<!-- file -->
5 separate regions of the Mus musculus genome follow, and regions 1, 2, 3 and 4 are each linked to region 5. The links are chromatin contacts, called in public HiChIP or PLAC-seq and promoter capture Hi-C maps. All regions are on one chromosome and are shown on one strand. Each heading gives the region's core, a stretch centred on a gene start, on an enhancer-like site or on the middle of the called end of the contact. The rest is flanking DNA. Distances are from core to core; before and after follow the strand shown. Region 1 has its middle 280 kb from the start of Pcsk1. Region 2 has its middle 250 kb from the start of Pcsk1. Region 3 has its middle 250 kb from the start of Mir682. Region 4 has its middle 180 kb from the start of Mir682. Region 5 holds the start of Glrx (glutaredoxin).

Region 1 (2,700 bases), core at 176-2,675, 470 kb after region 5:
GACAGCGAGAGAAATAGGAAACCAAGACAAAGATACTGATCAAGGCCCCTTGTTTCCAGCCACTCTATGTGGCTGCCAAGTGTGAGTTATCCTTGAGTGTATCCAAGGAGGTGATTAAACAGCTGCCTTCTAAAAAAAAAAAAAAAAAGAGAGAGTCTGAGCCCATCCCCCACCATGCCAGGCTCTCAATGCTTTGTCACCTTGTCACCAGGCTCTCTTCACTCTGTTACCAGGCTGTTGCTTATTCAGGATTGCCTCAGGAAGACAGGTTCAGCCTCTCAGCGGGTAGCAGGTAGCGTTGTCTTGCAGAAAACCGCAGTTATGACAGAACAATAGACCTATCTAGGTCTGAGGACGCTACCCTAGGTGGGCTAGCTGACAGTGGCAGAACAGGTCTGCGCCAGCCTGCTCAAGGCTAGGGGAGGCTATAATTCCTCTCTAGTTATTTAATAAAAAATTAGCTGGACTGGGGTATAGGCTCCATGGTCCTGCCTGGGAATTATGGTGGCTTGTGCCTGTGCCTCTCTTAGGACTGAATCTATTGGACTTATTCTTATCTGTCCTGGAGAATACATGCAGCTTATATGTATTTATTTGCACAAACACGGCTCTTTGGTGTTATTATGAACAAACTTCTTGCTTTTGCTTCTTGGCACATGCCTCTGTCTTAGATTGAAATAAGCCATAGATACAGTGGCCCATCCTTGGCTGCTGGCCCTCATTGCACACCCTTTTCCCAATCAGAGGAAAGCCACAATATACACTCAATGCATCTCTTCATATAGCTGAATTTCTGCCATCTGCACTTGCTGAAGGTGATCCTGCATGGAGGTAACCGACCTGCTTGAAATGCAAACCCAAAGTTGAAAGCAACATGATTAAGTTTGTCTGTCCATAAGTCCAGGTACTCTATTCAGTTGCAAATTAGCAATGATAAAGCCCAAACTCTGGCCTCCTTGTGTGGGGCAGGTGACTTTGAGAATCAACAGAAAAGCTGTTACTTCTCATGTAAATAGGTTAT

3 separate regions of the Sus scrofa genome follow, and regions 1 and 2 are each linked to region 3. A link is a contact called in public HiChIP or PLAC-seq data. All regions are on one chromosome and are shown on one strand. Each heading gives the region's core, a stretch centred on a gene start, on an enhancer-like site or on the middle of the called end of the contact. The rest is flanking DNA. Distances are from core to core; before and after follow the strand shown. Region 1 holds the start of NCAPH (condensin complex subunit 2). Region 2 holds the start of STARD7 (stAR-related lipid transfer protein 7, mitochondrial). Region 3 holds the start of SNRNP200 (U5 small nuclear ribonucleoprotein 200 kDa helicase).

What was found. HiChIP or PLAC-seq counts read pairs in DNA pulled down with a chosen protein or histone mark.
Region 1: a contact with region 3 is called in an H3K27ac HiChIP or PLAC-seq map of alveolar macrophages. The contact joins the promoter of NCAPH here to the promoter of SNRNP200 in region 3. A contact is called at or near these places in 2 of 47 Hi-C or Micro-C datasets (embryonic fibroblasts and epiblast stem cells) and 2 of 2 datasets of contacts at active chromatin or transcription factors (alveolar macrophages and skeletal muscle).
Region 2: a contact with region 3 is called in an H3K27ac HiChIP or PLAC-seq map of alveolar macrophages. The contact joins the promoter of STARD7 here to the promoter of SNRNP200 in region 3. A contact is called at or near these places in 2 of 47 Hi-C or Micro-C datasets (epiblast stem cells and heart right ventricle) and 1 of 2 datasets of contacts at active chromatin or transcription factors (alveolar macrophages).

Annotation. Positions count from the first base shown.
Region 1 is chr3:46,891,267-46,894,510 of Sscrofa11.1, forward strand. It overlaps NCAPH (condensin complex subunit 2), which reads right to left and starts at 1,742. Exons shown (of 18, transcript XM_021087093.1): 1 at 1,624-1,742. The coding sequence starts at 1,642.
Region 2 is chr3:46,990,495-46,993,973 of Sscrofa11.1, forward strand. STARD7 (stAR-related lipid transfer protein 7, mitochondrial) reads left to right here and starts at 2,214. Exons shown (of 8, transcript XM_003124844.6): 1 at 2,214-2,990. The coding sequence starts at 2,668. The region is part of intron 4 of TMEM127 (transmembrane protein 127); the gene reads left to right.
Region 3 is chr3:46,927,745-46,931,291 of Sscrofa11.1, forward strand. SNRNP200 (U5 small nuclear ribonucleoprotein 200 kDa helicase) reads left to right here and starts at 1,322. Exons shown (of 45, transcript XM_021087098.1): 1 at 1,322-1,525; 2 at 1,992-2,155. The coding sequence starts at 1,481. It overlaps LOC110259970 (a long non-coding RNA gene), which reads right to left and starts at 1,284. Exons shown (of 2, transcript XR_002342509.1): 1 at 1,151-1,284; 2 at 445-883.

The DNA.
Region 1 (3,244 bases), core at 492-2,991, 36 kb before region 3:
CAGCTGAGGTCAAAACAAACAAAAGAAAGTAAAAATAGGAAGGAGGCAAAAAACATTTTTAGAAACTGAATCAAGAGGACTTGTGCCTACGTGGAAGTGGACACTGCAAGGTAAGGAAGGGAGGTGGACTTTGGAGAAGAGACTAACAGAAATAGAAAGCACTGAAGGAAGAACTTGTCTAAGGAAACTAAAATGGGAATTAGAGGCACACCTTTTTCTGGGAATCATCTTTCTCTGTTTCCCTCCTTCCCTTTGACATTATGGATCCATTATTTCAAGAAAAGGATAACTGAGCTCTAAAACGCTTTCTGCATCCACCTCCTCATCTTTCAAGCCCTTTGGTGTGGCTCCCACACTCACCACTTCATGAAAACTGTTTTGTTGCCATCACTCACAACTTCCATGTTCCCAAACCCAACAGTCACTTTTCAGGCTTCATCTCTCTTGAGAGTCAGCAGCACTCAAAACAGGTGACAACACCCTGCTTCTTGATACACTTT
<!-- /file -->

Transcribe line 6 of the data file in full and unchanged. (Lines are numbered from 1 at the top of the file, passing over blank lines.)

Region 1: a contact with region 3 is called in an H3K27ac HiChIP or PLAC-seq map of alveolar macrophages. The contact joins the promoter of NCAPH here to the promoter of SNRNP200 in region 3. A contact is called at or near these places in 2 of 47 Hi-C or Micro-C datasets (embryonic fibroblasts and epiblast stem cells) and 2 of 2 datasets of contacts at active chromatin or transcription factors (alveolar macrophages and skeletal muscle).